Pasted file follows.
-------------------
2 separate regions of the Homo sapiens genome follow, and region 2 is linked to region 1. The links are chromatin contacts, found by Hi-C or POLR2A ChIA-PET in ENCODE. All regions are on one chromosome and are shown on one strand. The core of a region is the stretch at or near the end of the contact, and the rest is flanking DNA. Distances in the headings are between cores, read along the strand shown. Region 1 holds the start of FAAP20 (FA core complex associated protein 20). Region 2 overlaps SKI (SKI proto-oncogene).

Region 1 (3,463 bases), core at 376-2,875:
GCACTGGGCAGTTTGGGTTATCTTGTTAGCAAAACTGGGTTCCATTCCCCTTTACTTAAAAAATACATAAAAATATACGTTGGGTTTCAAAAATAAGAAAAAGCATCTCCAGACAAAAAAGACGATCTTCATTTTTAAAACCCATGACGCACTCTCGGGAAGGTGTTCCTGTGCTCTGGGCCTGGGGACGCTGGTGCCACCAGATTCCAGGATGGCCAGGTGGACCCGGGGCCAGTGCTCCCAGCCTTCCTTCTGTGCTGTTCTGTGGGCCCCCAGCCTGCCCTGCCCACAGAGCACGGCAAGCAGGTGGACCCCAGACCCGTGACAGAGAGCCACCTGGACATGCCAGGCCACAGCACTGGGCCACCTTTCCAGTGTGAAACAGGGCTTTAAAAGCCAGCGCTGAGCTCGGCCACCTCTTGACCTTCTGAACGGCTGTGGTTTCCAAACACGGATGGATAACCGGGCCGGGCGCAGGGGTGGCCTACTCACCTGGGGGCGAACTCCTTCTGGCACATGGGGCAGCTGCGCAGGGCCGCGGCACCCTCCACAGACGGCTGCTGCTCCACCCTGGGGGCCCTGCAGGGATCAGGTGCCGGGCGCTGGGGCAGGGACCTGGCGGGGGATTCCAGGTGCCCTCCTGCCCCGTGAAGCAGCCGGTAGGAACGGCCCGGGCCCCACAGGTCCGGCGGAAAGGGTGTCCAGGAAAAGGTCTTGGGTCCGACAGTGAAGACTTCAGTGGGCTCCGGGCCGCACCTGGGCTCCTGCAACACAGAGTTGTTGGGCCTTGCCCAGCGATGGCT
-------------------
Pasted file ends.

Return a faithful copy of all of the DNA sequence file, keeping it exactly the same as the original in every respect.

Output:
2 separate regions of the Homo sapiens genome follow, and region 2 is linked to region 1. The links are chromatin contacts, found by Hi-C or POLR2A ChIA-PET in ENCODE. All regions are on one chromosome and are shown on one strand. The core of a region is the stretch at or near the end of the contact, and the rest is flanking DNA. Distances in the headings are between cores, read along the strand shown. Region 1 holds the start of FAAP20 (FA core complex associated protein 20). Region 2 overlaps SKI (SKI proto-oncogene).

Region 1 (3,463 bases), core at 376-2,875:
GCACTGGGCAGTTTGGGTTATCTTGTTAGCAAAACTGGGTTCCATTCCCCTTTACTTAAAAAATACATAAAAATATACGTTGGGTTTCAAAAATAAGAAAAAGCATCTCCAGACAAAAAAGACGATCTTCATTTTTAAAACCCATGACGCACTCTCGGGAAGGTGTTCCTGTGCTCTGGGCCTGGGGACGCTGGTGCCACCAGATTCCAGGATGGCCAGGTGGACCCGGGGCCAGTGCTCCCAGCCTTCCTTCTGTGCTGTTCTGTGGGCCCCCAGCCTGCCCTGCCCACAGAGCACGGCAAGCAGGTGGACCCCAGACCCGTGACAGAGAGCCACCTGGACATGCCAGGCCACAGCACTGGGCCACCTTTCCAGTGTGAAACAGGGCTTTAAAAGCCAGCGCTGAGCTCGGCCACCTCTTGACCTTCTGAACGGCTGTGGTTTCCAAACACGGATGGATAACCGGGCCGGGCGCAGGGGTGGCCTACTCACCTGGGGGCGAACTCCTTCTGGCACATGGGGCAGCTGCGCAGGGCCGCGGCACCCTCCACAGACGGCTGCTGCTCCACCCTGGGGGCCCTGCAGGGATCAGGTGCCGGGCGCTGGGGCAGGGACCTGGCGGGGGATTCCAGGTGCCCTCCTGCCCCGTGAAGCAGCCGGTAGGAACGGCCCGGGCCCCACAGGTCCGGCGGAAAGGGTGTCCAGGAAAAGGTCTTGGGTCCGACAGTGAAGACTTCAGTGGGCTCCGGGCCGCACCTGGGCTCCTGCAACACAGAGTTGTTGGGCCTTGCCCAGCGATGGCT